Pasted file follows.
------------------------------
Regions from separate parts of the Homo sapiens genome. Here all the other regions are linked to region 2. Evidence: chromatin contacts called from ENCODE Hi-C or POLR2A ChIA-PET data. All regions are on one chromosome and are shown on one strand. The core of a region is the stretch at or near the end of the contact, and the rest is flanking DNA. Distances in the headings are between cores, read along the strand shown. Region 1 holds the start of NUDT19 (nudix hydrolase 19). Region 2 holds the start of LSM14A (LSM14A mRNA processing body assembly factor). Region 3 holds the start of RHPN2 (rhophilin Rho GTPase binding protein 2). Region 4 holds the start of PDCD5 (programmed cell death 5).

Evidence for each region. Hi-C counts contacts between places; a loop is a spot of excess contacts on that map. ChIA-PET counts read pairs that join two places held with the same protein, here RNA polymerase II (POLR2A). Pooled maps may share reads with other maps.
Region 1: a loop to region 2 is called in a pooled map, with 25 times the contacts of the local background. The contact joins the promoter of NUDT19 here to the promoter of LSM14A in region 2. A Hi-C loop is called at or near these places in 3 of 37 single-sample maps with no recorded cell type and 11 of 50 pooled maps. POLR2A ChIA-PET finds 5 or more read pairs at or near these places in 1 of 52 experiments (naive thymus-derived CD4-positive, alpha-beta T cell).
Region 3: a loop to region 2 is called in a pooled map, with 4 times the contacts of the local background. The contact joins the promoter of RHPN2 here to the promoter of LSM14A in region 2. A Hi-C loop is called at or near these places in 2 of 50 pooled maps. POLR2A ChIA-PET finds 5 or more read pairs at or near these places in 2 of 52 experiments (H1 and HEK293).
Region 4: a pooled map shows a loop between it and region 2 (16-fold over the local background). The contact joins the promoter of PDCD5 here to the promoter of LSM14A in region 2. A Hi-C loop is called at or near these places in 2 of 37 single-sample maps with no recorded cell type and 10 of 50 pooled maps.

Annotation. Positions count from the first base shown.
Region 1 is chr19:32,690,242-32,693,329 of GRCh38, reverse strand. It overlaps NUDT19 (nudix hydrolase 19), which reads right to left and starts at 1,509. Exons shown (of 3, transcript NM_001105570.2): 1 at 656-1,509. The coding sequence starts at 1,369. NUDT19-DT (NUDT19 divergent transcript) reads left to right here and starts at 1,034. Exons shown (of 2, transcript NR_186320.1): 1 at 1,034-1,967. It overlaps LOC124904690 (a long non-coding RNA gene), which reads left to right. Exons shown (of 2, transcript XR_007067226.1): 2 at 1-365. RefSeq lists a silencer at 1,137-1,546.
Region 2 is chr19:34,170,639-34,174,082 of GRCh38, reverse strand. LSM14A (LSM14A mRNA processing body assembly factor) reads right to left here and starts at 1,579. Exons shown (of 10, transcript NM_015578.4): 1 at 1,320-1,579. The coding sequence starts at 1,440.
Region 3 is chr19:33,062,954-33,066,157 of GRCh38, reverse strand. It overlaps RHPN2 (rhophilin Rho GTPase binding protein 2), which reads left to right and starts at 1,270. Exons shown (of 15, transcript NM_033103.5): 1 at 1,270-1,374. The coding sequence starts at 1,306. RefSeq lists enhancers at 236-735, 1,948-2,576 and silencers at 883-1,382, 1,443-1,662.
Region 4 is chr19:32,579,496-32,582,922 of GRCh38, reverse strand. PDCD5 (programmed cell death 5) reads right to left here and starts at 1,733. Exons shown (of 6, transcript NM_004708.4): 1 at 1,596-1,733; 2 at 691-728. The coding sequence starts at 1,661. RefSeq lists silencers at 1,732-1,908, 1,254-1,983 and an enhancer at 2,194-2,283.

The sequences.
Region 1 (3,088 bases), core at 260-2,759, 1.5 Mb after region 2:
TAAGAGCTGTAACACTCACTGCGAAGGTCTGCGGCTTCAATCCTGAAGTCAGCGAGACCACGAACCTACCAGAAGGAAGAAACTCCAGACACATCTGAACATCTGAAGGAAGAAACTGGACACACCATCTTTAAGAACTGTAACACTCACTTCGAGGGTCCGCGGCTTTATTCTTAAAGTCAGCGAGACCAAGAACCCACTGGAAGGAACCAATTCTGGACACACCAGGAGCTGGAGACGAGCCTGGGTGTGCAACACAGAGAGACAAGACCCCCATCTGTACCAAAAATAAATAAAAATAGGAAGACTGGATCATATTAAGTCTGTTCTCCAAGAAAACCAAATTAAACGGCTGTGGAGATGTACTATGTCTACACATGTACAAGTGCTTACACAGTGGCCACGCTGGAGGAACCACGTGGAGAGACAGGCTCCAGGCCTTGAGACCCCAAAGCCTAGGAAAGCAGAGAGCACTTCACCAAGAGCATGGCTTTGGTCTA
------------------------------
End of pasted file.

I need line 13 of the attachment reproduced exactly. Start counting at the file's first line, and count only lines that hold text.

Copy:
TAAGAGCTGTAACACTCACTGCGAAGGTCTGCGGCTTCAATCCTGAAGTCAGCGAGACCACGAACCTACCAGAAGGAAGAAACTCCAGACACATCTGAACATCTGAAGGAAGAAACTGGACACACCATCTTTAAGAACTGTAACACTCACTTCGAGGGTCCGCGGCTTTATTCTTAAAGTCAGCGAGACCAAGAACCCACTGGAAGGAACCAATTCTGGACACACCAGGAGCTGGAGACGAGCCTGGGTGTGCAACACAGAGAGACAAGACCCCCATCTGTACCAAAAATAAATAAAAATAGGAAGACTGGATCATATTAAGTCTGTTCTCCAAGAAAACCAAATTAAACGGCTGTGGAGATGTACTATGTCTACACATGTACAAGTGCTTACACAGTGGCCACGCTGGAGGAACCACGTGGAGAGACAGGCTCCAGGCCTTGAGACCCCAAAGCCTAGGAAAGCAGAGAGCACTTCACCAAGAGCATGGCTTTGGTCTA